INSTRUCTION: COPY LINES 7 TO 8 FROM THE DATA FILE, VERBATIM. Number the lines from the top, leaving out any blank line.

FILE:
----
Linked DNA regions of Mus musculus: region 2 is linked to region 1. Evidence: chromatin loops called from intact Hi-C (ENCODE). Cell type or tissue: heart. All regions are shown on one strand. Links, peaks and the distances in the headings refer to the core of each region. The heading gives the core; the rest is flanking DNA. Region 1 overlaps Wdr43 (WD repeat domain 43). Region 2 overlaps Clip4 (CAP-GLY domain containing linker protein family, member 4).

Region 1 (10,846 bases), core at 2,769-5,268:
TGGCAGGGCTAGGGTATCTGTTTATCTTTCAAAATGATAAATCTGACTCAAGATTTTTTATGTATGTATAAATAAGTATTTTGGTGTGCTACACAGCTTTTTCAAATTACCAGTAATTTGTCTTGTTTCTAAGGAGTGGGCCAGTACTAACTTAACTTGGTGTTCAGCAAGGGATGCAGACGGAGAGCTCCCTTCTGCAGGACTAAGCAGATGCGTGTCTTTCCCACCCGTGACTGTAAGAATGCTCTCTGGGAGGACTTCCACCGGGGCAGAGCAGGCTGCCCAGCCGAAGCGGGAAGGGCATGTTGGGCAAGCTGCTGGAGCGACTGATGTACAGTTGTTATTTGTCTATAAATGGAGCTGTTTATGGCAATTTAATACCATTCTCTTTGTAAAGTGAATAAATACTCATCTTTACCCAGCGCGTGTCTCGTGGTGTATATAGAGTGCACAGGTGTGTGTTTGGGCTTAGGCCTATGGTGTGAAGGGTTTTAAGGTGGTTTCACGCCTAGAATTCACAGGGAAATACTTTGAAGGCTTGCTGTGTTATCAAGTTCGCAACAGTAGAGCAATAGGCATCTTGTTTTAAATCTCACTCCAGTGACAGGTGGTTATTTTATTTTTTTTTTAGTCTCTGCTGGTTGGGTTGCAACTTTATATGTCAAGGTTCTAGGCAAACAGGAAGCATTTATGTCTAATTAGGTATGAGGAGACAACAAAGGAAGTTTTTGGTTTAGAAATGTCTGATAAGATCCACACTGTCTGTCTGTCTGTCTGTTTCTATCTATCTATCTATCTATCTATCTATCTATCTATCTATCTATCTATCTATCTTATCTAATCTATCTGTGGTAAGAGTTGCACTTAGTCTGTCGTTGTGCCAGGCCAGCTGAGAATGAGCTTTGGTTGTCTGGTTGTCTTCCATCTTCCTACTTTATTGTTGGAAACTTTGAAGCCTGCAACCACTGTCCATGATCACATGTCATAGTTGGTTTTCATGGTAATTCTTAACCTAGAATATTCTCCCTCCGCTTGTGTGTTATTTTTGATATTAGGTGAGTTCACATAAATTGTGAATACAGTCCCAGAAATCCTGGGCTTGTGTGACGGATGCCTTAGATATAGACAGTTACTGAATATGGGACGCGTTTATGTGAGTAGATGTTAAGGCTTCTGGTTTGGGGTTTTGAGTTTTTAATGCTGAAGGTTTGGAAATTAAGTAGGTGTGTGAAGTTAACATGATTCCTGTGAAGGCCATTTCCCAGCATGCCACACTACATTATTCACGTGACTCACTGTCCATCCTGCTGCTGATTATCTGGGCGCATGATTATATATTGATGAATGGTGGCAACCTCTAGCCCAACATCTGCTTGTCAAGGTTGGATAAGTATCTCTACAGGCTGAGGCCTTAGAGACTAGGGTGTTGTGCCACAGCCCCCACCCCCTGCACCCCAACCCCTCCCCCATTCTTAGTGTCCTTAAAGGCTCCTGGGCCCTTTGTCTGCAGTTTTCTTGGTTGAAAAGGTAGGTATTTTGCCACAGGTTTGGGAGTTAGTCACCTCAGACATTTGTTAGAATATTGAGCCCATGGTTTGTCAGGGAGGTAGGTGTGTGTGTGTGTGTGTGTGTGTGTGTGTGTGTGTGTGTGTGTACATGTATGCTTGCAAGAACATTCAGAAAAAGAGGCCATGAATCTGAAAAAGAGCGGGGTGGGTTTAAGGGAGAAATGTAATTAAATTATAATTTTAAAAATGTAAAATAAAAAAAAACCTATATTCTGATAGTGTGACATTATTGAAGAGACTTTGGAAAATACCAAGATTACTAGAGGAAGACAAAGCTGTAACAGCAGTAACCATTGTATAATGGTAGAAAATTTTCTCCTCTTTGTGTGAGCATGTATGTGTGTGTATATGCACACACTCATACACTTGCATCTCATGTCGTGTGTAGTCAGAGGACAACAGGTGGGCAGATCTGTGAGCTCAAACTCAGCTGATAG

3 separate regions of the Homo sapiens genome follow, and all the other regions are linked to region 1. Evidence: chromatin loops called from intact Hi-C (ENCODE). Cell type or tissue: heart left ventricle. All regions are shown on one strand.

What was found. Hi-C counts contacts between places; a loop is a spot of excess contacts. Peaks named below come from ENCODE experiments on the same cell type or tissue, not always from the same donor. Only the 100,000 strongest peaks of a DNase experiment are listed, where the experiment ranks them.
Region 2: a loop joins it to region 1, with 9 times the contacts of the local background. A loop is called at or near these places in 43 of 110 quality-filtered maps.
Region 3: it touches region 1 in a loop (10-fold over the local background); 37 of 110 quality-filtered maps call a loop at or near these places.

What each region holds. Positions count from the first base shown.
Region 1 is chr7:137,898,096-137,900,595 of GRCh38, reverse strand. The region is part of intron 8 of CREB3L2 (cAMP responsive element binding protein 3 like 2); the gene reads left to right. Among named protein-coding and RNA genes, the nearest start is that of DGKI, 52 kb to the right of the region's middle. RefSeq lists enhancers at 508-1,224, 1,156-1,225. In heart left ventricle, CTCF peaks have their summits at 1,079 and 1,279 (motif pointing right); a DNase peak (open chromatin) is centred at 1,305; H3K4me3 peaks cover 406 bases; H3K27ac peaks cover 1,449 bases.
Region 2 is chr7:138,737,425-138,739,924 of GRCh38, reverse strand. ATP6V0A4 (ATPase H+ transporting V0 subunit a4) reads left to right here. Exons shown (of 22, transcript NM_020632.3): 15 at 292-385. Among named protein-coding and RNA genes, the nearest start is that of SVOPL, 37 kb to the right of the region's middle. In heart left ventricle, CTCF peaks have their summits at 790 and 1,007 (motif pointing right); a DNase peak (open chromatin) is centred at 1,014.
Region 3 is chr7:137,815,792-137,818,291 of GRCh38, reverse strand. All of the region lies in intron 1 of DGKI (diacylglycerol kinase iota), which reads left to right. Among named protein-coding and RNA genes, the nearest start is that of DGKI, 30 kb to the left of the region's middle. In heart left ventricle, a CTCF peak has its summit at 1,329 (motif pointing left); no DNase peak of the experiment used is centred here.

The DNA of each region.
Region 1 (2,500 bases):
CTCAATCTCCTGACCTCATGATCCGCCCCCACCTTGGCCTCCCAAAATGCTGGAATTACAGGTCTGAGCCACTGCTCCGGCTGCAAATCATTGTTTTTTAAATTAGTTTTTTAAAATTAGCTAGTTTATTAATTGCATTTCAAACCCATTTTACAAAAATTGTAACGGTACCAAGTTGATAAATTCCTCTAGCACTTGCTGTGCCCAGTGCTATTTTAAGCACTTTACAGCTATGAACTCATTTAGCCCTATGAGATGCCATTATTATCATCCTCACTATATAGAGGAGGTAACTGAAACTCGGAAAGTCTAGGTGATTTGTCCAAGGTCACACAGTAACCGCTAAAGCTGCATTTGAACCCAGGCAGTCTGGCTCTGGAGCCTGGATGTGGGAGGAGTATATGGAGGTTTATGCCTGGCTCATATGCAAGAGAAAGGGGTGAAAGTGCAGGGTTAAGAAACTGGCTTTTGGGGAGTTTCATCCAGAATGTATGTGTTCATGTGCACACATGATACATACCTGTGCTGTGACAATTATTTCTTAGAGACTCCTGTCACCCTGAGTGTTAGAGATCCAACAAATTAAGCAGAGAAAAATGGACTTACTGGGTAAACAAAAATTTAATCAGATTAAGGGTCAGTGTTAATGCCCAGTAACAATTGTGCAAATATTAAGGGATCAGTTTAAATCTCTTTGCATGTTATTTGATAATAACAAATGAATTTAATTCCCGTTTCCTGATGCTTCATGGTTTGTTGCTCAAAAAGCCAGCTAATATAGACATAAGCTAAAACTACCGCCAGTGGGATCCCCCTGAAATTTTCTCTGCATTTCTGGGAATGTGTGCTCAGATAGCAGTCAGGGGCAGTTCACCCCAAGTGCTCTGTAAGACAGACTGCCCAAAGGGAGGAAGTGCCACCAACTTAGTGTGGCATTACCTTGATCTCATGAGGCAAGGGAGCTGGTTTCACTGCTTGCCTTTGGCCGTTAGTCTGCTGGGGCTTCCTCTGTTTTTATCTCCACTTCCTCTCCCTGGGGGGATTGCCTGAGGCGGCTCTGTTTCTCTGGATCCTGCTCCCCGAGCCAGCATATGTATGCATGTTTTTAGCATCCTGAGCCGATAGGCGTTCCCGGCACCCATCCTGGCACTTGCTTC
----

Region 3: it touches region 1 in a loop (10-fold over the local background); 37 of 110 quality-filtered maps call a loop at or near these places.

What each region holds. Positions count from the first base shown.